Vampire musings on a cool sunny day.

About every few years someone calls my brother Aaron’s law office because someone wants to exhume them.

Let me back up a bit. Someone who is a Vampire wants Aaron’s help to prevent their empty grave from being dug up by well meaning family members (future generations) who feared their ancestor was murdered.

Luckily for us normal DNA testing won’t pick up that fact that someone is a Vampire. What it will do is make the Vampire with the empty grave become the closest relative.

I don’t know why I was even thinking about this today. When you’re a Vampire you need to think about these things. My advice is just to stay away from having a grave altogether if you must move on. Vampires just don’t have graves anymore. It makes things a whole lot easier.

Today I’ll be digging in my yard, not graves, but the spring garden. The annual explosion of flowers is also starting with tulips, daffodils, hyacinths, and bird of paradise flowers. The trees are also flowering. This flower explosion will continue through fall. This is not by chance, but a well planned effort. It is my well planned effort. I call it painting with flowers.

There are no bones in my yard, only river rocks and old roots. Sometimes the Ghosts Nigel and Mary will come out and visit with me while I work the dirt. The only thing I really have to worry about is the giant dog digging up everything. Thank goodness for tomato cages. All of the plants get tomato cages until they’re at full size.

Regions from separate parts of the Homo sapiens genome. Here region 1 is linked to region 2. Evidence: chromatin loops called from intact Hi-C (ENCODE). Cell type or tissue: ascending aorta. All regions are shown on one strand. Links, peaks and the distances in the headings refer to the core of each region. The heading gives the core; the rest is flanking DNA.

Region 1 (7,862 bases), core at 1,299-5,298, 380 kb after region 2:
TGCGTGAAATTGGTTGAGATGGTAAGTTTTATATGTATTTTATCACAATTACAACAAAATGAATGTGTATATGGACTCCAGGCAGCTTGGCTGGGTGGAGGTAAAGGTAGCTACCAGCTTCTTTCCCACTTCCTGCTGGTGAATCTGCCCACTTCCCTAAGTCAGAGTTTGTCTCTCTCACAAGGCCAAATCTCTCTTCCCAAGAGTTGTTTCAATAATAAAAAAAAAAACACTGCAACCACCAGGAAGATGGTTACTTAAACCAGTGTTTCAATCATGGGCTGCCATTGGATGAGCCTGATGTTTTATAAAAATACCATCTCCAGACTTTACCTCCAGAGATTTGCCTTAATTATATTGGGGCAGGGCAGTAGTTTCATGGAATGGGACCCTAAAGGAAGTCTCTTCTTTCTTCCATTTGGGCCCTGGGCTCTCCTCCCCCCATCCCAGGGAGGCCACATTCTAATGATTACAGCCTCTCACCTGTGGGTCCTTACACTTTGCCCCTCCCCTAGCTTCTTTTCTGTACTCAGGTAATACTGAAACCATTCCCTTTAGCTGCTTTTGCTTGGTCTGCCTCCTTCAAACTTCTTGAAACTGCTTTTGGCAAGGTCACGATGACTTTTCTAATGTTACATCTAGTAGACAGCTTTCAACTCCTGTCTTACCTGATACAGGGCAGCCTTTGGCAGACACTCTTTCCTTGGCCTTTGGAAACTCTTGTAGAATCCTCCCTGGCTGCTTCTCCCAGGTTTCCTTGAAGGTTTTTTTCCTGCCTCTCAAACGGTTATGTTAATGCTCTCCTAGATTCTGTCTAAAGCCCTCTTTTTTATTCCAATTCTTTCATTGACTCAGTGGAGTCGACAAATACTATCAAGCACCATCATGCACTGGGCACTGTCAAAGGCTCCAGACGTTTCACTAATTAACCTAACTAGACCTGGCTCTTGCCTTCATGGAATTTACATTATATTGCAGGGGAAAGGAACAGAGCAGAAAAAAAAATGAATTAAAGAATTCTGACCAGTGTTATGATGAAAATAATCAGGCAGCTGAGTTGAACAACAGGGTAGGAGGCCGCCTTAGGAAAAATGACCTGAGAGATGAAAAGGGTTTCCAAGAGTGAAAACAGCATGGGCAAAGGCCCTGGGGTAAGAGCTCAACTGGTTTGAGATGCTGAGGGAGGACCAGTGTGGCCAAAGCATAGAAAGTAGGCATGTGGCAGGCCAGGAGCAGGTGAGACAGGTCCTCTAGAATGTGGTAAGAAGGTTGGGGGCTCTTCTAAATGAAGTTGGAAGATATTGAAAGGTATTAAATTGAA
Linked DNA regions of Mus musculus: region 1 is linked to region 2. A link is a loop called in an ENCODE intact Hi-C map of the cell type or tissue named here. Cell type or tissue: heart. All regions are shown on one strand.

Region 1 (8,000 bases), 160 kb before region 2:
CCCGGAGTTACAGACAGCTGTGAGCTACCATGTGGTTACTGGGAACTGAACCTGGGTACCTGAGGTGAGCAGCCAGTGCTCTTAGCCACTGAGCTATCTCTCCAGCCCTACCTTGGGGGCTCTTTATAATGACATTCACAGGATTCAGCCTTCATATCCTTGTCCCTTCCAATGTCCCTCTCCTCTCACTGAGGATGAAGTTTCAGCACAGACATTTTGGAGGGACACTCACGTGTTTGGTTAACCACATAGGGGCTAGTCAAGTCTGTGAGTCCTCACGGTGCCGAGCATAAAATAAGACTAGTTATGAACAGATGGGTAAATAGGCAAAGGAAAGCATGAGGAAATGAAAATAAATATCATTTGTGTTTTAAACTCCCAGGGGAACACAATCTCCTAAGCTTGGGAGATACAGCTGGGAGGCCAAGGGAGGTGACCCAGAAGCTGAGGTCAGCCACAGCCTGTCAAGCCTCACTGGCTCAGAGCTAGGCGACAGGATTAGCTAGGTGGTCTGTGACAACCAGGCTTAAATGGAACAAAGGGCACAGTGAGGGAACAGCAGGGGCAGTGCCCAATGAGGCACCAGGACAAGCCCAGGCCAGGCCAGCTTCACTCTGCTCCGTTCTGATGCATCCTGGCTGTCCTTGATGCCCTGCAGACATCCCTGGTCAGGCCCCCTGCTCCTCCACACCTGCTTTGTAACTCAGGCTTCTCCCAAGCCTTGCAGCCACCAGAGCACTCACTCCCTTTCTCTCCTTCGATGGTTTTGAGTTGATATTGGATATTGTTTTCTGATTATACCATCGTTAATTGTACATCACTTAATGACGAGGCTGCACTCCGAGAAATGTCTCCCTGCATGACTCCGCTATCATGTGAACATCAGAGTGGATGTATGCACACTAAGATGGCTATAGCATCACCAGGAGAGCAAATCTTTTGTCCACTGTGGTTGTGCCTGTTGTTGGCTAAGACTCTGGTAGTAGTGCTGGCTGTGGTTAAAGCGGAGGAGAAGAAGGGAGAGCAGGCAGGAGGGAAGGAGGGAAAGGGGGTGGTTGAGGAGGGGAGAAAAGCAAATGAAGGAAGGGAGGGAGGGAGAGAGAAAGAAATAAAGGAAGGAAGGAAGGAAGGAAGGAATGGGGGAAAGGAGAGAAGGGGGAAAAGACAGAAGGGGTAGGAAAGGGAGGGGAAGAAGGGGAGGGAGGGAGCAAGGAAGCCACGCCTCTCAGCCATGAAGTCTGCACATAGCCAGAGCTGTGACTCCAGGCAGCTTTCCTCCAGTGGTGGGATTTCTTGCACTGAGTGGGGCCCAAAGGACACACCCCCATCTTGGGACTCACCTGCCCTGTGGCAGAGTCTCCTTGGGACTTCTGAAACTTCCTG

From there I’ll clean off the decks with all of the mud and damage from the winter storms.

Sure, maybe Vampires should be living in crypts. It would be easy, but the quality of life is horrible. I can’t imagine anyone truly wanting to live that lifestyle.

So I’m off to dig under the trees, outside with the birds, and the dog, and whatever else comes my way before the next storm.

~ Juliette aka Vampire Maman

 

 

Inspire (it isn’t a dirty word)

In my home I have a wall of bookshelves. Don’t we all. There are also more books scattered all over the house on other shelves as well. One of my favorite quotes of all time is from film maker John Waters, ““If you go home with somebody, and they don’t have books, don’t fuck ’em!”

John Waters also said, “It wasn’t until I started reading and found books they wouldn’t let us read in school that I discovered you could be insane and happy and have a good life without being like everybody else.”

But back to what I was looking for. I was looking for a book about California art, but ended up on the other side of the wall looking at poetry and literature.

Then something in my mind just shattered. It was my current WIP (work in progress.) The structure is there but there had to be more. The characters need to care more about each other.

So there you have it.

Over the years, and I’ve been over quite a few, we adults find that things like work (jobs), school, judgmental friends and relatives, and society in general has totally beaten any inspiration and creativity out of us. Or at least they try damned hard to.